'A year after moving to Spain, we experienced the worst tragedy a family can'
After our son drowned, people thought we would return to Dublin. But we stayed and made a life here
Lynn McCabe with Chloe (19), Abby (13), Jordan (22) and Kai (15).
Each week, Irish Times Abroad meets an Irish person working in an interesting job overseas. Dubliner Lynn McCabe runs a restaurant in Marbella, where she moved with her family 16 years ago. She talks about losing her son Leon and why she stayed in Spain to rebuild the family's life in the aftermath of a terrible tragedy.
When did you leave Ireland?
We came to Marbella in the south of Spain 15 years ago to open a restaurant. We chose Marbella because we felt our children would have a nice way of life. We also didn’t speak Spanish, so felt it was a good location for our restaurant, as a lot of people can speak English here. When we moved we had four children - Jordan who was six, Chloe who was three, Leon who was 18 months and Kai who was six weeks old. It was a brave move at the time, but one we wanted to try.
Our restaurant, Becketts, opened in Marbella centre 15 years ago and quickly earned a name amongst the Irish and English in Marbella. Sadly Becketts closed last Saturday, which is the end to an era.
What about your children? How did they adapt to life in Spain?
Initially we put our children in Spanish school and some time later, moved them to international school. International schools are expensive here, but I can honestly say I feel they have received an excellent education.
A year after moving to Spain, we experienced the worst tragedy a family can when sadly my son Leon drowned. At that point, I think a lot of people thought we would have returned to Dublin, but our restaurant was thriving and our other children had adapted very well to their new lives and schools. We were fortunate to have our families and very good friends here, so we stayed. A year later, our fifth child, Abby, was born.
Tell us how your work has gone.
We opened our second restaurant, The Playwright, seven years ago. The Playwright is in Elviria, which is about four kilometres outside of Marbella’s old town and has been very successful too, bringing food and entertainment to the area. Marc, who I was married to, and I are no longer together, and the restaurants we worked hard to build up have enjoyed ups and downs, but survived the recession and continue to serve a lot of Irish people every day. Marc and his wife Penny now have a third restaurant, The Harbour, in the centre of Marbella. I manage The Playwright.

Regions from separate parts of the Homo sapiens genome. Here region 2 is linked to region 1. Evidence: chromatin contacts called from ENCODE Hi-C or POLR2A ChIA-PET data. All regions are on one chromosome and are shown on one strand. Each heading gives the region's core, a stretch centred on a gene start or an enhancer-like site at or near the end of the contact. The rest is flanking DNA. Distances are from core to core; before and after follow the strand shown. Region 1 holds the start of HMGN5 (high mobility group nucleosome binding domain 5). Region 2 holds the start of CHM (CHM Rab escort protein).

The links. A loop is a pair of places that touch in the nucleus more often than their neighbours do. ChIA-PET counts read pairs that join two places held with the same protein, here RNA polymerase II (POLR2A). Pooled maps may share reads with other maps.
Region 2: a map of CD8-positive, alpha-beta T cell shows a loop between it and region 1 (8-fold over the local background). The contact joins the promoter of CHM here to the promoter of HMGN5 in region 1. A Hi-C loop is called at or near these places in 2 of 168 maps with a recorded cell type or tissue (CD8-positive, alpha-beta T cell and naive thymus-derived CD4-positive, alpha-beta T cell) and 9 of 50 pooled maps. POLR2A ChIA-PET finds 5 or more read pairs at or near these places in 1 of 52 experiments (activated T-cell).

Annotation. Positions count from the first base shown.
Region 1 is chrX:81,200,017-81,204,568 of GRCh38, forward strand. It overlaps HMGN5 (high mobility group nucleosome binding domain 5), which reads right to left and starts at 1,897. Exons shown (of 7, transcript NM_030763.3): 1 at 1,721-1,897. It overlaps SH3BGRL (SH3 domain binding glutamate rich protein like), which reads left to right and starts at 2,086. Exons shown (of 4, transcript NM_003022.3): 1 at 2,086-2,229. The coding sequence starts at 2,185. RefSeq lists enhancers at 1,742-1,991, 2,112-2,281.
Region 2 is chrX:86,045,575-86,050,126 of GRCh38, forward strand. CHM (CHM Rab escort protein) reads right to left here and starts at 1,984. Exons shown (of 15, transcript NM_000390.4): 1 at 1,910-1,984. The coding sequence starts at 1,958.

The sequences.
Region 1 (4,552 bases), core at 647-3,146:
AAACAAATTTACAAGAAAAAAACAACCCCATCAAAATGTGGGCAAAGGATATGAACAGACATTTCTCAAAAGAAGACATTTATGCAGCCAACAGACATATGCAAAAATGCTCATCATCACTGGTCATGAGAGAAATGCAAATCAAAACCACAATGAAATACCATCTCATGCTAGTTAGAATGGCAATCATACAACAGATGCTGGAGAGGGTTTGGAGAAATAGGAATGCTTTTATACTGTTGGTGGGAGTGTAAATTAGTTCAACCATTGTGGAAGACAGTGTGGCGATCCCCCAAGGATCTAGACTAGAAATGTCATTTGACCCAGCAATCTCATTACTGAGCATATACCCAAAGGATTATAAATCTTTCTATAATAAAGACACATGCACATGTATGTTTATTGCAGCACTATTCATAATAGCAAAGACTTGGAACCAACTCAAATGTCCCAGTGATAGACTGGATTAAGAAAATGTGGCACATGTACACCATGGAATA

People ask me what is it like living in the sun and my reply is always that it’s the same. There’s washing, ironing, cooking, cleaning, homework etc - I just do it in a nicer place
Is it different living in Spain than Ireland?
People often ask me what is it like living in the sun and my reply is always that it’s the same. There’s washing, ironing, cooking, cleaning, homework etc - I just do it in a nicer place. There is a lot to be said for waking up to blue skies. The season was slow to start last year. The good weather over there in Ireland - and the World Cup - stopped some people coming out to Spain. But, hey, it’s another year and I am looking forward to this one in the Playwright.
Tell us about your children. What are they doing now?
My eldest son, Jordan, studied computer app development. He is now 21 and was back in Dublin for a while last year working in Port House, a Spanish tapas restaurant in Dublin city centre, where his Spanish came in handy. He back living in Marbella now and is launching his own social media business here. My eldest daughter, Chloe, is studying criminology at Oxford Brookes in England. I’m missing her, but am very proud of how well she has done. Kai and Abby are still at secondary school, and as spring is approaching, we are all looking forward to the summer.
Where have you settled?
We live in Elviria, which is very residential all year round. We are very fortunate to have beautiful beaches very close by, but my everyday life is not sunbathing and the beach. I do like that we can make plans for the weekend and not consider the weather.
Was moving to Spain the right choice?
Who knows? I do feel I have been able to enjoy my children growing up and we have had wonderful times. I also feel very grateful for the education they have had and having Spanish as a second language will be a great advantage for the future, wherever life takes them. Having grown up in the hospitality business will benefit them also.
Do you miss Dublin?
Of course I do. My family in particular. Luckily they do come to visit. The schools are quite strict, so unfortunately I don’t get to go back as often as I would like. However it is a different Dublin now and a lot faster than here. Mañana - as the famous Spanish saying goes. I’ve adapted my life and I enjoy living and working here.
If you work in an interesting career overseas and would like to share your experience with Irish Times Abroad, email email@example.com with a little information about you and what you do.